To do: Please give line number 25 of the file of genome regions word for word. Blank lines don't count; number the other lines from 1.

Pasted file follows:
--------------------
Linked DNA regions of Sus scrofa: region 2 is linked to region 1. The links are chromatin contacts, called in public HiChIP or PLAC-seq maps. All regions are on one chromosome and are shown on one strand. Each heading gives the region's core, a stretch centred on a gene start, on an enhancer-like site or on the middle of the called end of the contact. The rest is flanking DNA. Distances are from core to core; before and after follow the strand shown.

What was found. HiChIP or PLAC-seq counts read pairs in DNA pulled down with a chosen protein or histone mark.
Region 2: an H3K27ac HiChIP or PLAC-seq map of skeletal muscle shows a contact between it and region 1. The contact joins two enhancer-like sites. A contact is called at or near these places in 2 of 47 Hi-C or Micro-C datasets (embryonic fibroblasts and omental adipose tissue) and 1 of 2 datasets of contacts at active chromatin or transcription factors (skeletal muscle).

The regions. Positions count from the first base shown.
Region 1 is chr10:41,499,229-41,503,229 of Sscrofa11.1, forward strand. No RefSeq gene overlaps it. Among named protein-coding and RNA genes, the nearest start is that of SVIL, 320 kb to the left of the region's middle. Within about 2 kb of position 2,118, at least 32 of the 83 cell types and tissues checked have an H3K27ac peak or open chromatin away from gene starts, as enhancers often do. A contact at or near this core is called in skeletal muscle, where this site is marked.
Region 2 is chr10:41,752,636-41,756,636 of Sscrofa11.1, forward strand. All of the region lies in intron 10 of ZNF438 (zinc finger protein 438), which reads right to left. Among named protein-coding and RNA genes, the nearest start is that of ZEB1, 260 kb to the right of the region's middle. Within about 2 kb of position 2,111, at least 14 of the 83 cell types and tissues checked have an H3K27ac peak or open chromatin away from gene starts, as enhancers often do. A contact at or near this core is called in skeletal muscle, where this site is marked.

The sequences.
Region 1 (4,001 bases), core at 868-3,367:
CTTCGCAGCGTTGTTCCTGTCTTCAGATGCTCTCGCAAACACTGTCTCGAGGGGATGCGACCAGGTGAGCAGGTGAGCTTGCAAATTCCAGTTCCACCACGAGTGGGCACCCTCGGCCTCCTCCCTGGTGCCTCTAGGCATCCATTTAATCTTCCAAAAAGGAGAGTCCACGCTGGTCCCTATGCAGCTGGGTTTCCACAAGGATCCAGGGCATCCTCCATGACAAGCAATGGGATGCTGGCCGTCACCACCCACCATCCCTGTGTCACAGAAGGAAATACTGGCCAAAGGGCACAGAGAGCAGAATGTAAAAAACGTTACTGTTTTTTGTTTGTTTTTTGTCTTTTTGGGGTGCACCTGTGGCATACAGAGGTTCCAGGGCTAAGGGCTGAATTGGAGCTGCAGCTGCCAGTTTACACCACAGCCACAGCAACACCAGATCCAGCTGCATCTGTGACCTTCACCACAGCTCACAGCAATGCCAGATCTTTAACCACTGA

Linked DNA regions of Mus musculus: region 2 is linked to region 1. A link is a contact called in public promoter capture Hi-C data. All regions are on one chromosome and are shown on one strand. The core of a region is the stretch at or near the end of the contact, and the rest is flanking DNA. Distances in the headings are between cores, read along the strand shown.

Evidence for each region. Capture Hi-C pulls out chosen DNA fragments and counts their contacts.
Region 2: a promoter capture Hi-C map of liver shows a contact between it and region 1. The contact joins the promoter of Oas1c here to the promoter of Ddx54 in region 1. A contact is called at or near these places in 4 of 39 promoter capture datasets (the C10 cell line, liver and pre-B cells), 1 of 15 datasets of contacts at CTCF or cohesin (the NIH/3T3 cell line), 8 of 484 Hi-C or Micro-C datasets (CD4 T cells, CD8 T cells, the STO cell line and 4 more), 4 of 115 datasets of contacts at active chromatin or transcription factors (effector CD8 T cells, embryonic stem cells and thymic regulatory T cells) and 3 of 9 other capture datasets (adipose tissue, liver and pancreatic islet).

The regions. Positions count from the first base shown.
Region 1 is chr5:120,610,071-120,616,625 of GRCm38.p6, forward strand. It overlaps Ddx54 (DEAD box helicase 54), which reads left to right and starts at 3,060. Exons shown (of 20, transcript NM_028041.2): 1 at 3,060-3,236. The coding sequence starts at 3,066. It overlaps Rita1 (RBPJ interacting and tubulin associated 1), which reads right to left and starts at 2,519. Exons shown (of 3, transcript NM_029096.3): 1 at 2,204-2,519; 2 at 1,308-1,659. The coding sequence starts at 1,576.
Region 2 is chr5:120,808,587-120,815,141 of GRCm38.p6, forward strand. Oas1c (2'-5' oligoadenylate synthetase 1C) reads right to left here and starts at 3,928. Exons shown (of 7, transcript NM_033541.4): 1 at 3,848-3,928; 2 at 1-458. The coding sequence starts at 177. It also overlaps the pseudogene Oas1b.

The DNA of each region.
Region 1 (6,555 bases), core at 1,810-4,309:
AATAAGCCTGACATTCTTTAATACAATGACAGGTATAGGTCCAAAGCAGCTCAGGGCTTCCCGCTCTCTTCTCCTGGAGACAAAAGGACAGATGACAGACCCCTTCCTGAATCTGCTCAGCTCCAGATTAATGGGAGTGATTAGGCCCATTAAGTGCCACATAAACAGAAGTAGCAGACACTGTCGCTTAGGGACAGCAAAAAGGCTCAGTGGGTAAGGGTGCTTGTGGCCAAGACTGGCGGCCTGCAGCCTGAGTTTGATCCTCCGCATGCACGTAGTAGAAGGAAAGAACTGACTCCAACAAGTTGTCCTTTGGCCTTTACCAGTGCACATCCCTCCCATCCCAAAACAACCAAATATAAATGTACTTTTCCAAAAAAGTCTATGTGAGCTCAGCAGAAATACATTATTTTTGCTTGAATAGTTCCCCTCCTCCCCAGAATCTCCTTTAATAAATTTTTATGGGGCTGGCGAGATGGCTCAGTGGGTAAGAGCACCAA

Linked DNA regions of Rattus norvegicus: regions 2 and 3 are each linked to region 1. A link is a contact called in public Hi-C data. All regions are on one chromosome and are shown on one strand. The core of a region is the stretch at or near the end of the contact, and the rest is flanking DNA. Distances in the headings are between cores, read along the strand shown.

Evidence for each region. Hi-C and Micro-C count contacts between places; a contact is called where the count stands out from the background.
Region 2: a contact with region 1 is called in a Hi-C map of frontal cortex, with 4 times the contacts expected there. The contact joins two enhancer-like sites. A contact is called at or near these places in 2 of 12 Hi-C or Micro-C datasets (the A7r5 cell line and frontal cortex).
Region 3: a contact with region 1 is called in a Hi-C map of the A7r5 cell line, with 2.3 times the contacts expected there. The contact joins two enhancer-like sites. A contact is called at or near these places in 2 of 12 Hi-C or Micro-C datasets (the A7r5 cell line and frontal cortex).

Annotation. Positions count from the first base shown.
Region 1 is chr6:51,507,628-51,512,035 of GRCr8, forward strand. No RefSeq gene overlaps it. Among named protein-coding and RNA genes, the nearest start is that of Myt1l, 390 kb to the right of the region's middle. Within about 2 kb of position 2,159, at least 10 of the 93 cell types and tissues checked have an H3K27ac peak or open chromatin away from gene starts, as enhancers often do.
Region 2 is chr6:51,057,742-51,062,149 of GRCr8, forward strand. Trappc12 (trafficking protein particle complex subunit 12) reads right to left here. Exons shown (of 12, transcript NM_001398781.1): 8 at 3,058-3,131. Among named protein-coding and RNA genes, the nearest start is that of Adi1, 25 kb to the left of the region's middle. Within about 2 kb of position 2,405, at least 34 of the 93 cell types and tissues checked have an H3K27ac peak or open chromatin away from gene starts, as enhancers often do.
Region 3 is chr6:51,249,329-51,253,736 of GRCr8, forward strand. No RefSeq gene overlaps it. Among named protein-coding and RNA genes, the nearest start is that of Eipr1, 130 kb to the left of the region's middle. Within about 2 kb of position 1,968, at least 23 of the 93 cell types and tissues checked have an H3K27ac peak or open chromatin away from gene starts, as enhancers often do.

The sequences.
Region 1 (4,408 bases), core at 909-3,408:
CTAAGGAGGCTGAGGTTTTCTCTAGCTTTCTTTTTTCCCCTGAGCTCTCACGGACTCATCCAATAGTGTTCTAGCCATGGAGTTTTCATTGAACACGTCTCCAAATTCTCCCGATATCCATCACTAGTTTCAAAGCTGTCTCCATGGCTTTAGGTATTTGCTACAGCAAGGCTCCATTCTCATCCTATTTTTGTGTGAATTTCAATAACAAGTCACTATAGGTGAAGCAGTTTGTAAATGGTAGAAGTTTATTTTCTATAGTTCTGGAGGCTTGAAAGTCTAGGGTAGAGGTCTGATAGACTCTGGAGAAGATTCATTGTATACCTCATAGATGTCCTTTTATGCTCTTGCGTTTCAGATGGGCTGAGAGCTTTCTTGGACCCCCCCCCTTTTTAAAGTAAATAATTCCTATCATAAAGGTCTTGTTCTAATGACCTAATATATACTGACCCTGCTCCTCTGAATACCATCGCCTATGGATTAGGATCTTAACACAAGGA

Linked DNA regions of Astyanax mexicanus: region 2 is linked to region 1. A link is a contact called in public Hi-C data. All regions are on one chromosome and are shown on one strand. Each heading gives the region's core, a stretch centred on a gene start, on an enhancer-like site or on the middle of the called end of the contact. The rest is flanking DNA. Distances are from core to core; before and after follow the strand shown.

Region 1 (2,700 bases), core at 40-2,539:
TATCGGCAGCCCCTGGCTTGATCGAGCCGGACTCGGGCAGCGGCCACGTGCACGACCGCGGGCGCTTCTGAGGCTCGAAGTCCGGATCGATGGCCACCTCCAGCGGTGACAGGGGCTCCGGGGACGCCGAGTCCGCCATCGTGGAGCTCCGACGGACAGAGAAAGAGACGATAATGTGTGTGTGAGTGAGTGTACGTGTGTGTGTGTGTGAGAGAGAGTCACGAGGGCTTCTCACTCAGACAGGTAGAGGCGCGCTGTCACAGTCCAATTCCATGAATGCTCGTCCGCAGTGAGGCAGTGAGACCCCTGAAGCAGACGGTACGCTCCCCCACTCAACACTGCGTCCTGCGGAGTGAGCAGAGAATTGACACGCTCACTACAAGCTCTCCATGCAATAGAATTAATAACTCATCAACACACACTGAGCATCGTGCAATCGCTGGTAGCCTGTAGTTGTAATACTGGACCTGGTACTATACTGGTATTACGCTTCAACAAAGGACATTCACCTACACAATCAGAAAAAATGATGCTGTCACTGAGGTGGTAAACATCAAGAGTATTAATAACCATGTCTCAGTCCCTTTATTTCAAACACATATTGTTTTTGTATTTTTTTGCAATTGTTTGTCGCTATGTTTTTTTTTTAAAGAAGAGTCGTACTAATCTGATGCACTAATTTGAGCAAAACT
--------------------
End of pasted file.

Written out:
Region 2 is chr6:51,057,742-51,062,149 of GRCr8, forward strand. Trappc12 (trafficking protein particle complex subunit 12) reads right to left here. Exons shown (of 12, transcript NM_001398781.1): 8 at 3,058-3,131. Among named protein-coding and RNA genes, the nearest start is that of Adi1, 25 kb to the left of the region's middle. Within about 2 kb of position 2,405, at least 34 of the 93 cell types and tissues checked have an H3K27ac peak or open chromatin away from gene starts, as enhancers often do.